Let's be honest. Anything from Kevin Spacey after his terrific turn in "American Beauty" was sure to be a letdown. So it's probably a wise choice Spacey made to star in "The Big Kahuna," a low-budget adaptation of a three-man stage play. More of an acting exercise than a full-fledged movie, "The Big Kahuna" was shot in 16 days for less than $1.8 million with Spacey serving as producer.
"The Big Kahuna" takes place over one long night almost entirely in a 16th-floor hospitality suite in a Wichita, Kan., hotel. It's the annual convention of the Midwest Manufacturers' Association and longtime colleagues Phil (Danny DeVito) and Larry (Spacey) are out to snag the biggest contract of their career. To help close the deal, Phil has brought along neophyte Bob (Peter Facinelli), a young man from his company's research division, to supply technical data in case it's needed. Phil's first impression of Bob is less than favorable, appraising him as nothing more than required window dressing.
When Larry joins this uneasy duo, the balance of power shifts. Everything is wrong, all wrong. Loudly, Larry announces that the room is too small, the decor too drab, and even the hors d'oeuvres way below the standards of their elusive target. Then he turns his sights onto Bob, giving him the third degree and then some. Gradually, we come to realize that all of this sound and fury signifies something vital to Larry. He's working out of a sense of desperation and wants to make sure that Bob will do nothing to sour the deal.
Beneath his corrosive coating of cynicism, we soon discover that Larry is actually a dedicated professional, a man of principle who has never cheated on his wife of 15 years despite being a traveling salesman. Larry is usually just the man Phil would trust his life to, except things aren't going so well for Phil right now. In the midst of a divorce, Phil talks of making changes and has developed a craving for spirituality. Phil thinks about God a lot, but he's caught off guard by Bob's pious but narrow ways.
Ironically, the movie's best acting comes from DeVito and not Spacey. Not that Spacey isn't his usual talented self, it's just that the role of Larry falls awfully close to that of Lester Burnham, Spacey's Oscar-winning role in "American Beauty." In his best performance in years, DeVito has moments of mesmerizing calm as Phil, which allows the actor to show off his formidable talents instead of relying on his usual comic troll shtick. The film's key exchange occurs when Phil, a man of wisdom and character, tries to open up Bob's mind and heart and free him of his self-righteous and judgmental ways.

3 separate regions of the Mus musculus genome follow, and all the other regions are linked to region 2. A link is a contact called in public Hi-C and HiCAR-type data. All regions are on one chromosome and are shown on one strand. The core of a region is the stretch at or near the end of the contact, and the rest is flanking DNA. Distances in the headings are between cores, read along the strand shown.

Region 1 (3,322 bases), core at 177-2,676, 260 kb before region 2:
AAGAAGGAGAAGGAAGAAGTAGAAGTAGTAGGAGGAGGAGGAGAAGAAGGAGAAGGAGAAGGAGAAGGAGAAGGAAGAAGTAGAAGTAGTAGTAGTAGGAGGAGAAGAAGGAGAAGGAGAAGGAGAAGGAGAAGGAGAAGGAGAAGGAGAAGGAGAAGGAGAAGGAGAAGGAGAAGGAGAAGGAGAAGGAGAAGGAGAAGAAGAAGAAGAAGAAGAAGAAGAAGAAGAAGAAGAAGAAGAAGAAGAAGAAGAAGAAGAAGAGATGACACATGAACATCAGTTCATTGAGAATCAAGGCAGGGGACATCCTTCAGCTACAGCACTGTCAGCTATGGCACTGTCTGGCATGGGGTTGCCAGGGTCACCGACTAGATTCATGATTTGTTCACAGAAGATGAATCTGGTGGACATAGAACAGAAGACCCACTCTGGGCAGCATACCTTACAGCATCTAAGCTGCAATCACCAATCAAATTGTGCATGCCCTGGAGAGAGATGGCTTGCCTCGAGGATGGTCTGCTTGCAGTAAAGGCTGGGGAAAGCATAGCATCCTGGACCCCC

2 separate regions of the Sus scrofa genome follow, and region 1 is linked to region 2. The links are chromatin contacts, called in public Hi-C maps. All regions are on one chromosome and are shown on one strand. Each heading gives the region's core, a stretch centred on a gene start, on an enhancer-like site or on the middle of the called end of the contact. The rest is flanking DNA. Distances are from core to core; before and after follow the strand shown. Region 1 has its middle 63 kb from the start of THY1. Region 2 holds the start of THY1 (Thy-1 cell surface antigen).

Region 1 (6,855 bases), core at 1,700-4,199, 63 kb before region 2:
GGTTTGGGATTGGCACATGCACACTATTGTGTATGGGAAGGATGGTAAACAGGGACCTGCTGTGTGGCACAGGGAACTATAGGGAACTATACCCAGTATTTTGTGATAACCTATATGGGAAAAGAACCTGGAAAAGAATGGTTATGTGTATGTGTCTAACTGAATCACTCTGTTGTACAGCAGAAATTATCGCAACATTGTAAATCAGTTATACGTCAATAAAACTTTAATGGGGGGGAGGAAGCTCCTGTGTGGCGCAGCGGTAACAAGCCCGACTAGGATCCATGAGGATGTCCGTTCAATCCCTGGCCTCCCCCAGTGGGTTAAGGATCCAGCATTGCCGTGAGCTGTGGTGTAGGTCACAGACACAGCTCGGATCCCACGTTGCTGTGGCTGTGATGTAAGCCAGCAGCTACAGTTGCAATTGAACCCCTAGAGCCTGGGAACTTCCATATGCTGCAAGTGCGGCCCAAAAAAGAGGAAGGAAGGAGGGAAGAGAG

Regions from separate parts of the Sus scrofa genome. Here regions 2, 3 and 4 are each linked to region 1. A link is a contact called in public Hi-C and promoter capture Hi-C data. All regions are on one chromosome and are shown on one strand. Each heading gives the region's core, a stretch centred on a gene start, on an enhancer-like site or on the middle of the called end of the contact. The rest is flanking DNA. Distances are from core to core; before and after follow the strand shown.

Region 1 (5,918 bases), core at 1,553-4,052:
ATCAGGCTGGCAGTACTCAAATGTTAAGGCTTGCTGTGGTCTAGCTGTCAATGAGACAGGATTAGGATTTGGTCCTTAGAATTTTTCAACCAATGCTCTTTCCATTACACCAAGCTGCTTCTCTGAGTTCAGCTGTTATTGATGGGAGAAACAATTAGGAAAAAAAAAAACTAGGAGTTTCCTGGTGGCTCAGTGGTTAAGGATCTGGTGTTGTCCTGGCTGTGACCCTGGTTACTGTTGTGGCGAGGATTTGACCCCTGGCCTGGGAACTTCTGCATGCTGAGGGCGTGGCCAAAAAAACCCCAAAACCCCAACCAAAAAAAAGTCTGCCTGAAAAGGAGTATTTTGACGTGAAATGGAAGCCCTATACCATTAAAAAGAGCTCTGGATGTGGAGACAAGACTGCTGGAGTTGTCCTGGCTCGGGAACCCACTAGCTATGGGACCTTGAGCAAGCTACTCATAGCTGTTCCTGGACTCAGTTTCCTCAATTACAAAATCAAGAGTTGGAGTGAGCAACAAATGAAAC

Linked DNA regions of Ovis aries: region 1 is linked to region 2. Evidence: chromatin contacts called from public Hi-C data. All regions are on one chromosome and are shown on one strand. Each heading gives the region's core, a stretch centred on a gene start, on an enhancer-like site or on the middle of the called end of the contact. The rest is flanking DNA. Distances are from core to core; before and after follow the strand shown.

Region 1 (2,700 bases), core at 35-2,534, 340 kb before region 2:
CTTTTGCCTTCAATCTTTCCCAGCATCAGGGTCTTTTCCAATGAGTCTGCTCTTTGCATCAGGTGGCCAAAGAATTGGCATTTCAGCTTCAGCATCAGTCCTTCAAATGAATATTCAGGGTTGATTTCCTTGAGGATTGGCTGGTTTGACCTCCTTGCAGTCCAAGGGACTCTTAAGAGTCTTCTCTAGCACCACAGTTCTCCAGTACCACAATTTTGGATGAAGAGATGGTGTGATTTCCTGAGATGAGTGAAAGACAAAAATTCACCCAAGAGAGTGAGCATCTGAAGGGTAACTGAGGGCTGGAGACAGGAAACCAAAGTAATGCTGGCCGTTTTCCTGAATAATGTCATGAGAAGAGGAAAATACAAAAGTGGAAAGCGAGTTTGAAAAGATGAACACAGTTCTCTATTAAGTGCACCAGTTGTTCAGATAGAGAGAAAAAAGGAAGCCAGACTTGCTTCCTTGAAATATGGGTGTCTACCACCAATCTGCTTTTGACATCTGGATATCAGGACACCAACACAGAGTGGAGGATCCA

Facinelli makes Bob a fine mix of diffidence and pride, with just enough ambiguity to keep us guessing about the truthfulness of his priggishness. Could Bob be an even slicker character than either Larry or Phil ever imagined?
From early in the evening until well past midnight, these characters trade jabs, share experiences and reflect on what is meaningful to them. Each represents a distinct stage in life: Bob is the callow youth, brimming with confidence and certain that his path is the right one. Larry is still the zealous hard-charger, but his reasons are simpler, one of family and responsibility. He wants to close the deal, but not out of some religious fervor. And then there's Phil, who has grown weary as he's grown older. By default, he becomes the referee in the struggles between Bob's sanctimonious idealism and Larry's cynical reality.
As intriguing as the setting and their struggle is, "The Big Kahuna" never quite loses its "staginess." And first-time director John Swanbeck, who has a longer track record directing for the stage, makes the usual rookie mistake telling his actors to let 'er rip and then capturing their interaction with far too many close-ups, draining the life force right out of them.
Essentially a movie of filmed conversations, "The Big Kahuna" starts off well and ends well. And the performances from DeVito and Spacey are terrific. If only the middle hadn't sagged so pitifully.
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